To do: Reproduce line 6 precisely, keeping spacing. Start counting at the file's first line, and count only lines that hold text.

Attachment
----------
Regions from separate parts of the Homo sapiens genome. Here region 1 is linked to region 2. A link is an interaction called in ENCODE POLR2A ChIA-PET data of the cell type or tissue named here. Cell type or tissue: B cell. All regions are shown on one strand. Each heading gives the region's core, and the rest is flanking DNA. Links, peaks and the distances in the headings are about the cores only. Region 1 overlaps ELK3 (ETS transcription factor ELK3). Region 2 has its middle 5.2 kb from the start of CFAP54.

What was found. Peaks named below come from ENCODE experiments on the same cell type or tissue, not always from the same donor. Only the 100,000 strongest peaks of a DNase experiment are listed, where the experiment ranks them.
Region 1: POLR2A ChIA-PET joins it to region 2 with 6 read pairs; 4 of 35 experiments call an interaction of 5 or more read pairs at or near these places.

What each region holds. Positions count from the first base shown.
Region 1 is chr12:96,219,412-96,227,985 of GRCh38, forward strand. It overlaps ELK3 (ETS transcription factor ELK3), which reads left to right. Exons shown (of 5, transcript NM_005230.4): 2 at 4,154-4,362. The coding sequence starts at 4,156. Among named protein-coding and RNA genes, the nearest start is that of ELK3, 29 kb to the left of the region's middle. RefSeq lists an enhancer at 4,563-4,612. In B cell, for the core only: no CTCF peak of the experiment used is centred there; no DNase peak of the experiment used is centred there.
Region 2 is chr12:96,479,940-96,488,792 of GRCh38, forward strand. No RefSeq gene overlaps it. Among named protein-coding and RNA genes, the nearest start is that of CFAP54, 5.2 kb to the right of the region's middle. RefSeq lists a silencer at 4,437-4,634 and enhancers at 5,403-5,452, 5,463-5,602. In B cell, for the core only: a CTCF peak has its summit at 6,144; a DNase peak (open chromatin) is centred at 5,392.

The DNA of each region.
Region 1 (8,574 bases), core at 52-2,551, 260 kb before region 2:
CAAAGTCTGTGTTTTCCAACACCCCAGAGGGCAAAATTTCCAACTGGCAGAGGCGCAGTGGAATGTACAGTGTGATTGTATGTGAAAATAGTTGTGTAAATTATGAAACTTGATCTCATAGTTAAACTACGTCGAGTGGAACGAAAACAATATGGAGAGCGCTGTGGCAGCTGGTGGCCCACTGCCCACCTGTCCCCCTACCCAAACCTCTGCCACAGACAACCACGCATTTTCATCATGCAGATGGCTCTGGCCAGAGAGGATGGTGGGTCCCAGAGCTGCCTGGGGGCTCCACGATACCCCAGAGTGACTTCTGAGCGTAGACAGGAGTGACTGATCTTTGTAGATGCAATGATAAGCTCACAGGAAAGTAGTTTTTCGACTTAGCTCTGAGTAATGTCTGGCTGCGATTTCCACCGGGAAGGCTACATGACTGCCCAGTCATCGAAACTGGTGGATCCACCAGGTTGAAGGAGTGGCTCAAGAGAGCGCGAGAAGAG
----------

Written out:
Region 2 is chr12:96,479,940-96,488,792 of GRCh38, forward strand. No RefSeq gene overlaps it. Among named protein-coding and RNA genes, the nearest start is that of CFAP54, 5.2 kb to the right of the region's middle. RefSeq lists a silencer at 4,437-4,634 and enhancers at 5,403-5,452, 5,463-5,602. In B cell, for the core only: a CTCF peak has its summit at 6,144; a DNase peak (open chromatin) is centred at 5,392.